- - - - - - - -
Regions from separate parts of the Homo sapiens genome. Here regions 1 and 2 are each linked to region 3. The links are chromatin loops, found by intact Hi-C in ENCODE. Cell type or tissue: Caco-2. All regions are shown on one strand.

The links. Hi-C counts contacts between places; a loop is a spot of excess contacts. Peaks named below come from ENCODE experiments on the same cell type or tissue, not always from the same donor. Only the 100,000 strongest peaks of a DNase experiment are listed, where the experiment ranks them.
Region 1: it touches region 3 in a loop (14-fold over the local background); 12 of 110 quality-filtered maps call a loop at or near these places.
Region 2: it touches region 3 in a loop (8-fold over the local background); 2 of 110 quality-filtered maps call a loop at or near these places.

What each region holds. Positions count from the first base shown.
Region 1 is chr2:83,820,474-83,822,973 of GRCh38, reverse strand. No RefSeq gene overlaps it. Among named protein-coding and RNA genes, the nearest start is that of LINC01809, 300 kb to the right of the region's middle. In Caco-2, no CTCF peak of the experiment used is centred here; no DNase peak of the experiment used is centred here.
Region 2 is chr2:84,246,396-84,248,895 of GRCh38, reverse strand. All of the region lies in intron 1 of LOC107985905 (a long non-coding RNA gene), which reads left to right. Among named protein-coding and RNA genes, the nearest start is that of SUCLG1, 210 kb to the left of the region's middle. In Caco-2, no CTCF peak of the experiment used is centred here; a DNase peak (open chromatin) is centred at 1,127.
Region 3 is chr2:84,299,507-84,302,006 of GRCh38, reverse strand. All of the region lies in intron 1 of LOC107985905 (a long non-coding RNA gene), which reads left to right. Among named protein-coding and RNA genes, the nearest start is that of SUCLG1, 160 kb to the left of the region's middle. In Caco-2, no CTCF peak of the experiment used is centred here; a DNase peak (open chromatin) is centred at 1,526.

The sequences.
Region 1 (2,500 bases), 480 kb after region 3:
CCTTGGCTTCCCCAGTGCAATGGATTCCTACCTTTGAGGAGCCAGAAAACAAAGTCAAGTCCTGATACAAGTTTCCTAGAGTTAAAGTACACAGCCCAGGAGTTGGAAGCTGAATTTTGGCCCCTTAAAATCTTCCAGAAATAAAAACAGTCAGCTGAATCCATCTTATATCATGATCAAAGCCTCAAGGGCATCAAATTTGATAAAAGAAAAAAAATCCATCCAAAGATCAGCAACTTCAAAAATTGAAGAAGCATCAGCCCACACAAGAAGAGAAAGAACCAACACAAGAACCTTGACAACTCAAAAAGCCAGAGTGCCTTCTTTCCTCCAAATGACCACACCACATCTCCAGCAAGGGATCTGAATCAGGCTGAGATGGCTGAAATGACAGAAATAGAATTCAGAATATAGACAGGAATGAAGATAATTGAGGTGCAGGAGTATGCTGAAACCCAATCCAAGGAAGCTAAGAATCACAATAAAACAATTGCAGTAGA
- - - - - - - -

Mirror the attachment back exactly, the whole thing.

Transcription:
Regions from separate parts of the Homo sapiens genome. Here regions 1 and 2 are each linked to region 3. The links are chromatin loops, found by intact Hi-C in ENCODE. Cell type or tissue: Caco-2. All regions are shown on one strand.

The links. Hi-C counts contacts between places; a loop is a spot of excess contacts. Peaks named below come from ENCODE experiments on the same cell type or tissue, not always from the same donor. Only the 100,000 strongest peaks of a DNase experiment are listed, where the experiment ranks them.
Region 1: it touches region 3 in a loop (14-fold over the local background); 12 of 110 quality-filtered maps call a loop at or near these places.
Region 2: it touches region 3 in a loop (8-fold over the local background); 2 of 110 quality-filtered maps call a loop at or near these places.

What each region holds. Positions count from the first base shown.
Region 1 is chr2:83,820,474-83,822,973 of GRCh38, reverse strand. No RefSeq gene overlaps it. Among named protein-coding and RNA genes, the nearest start is that of LINC01809, 300 kb to the right of the region's middle. In Caco-2, no CTCF peak of the experiment used is centred here; no DNase peak of the experiment used is centred here.
Region 2 is chr2:84,246,396-84,248,895 of GRCh38, reverse strand. All of the region lies in intron 1 of LOC107985905 (a long non-coding RNA gene), which reads left to right. Among named protein-coding and RNA genes, the nearest start is that of SUCLG1, 210 kb to the left of the region's middle. In Caco-2, no CTCF peak of the experiment used is centred here; a DNase peak (open chromatin) is centred at 1,127.
Region 3 is chr2:84,299,507-84,302,006 of GRCh38, reverse strand. All of the region lies in intron 1 of LOC107985905 (a long non-coding RNA gene), which reads left to right. Among named protein-coding and RNA genes, the nearest start is that of SUCLG1, 160 kb to the left of the region's middle. In Caco-2, no CTCF peak of the experiment used is centred here; a DNase peak (open chromatin) is centred at 1,526.

The sequences.
Region 1 (2,500 bases), 480 kb after region 3:
CCTTGGCTTCCCCAGTGCAATGGATTCCTACCTTTGAGGAGCCAGAAAACAAAGTCAAGTCCTGATACAAGTTTCCTAGAGTTAAAGTACACAGCCCAGGAGTTGGAAGCTGAATTTTGGCCCCTTAAAATCTTCCAGAAATAAAAACAGTCAGCTGAATCCATCTTATATCATGATCAAAGCCTCAAGGGCATCAAATTTGATAAAAGAAAAAAAATCCATCCAAAGATCAGCAACTTCAAAAATTGAAGAAGCATCAGCCCACACAAGAAGAGAAAGAACCAACACAAGAACCTTGACAACTCAAAAAGCCAGAGTGCCTTCTTTCCTCCAAATGACCACACCACATCTCCAGCAAGGGATCTGAATCAGGCTGAGATGGCTGAAATGACAGAAATAGAATTCAGAATATAGACAGGAATGAAGATAATTGAGGTGCAGGAGTATGCTGAAACCCAATCCAAGGAAGCTAAGAATCACAATAAAACAATTGCAGTAGA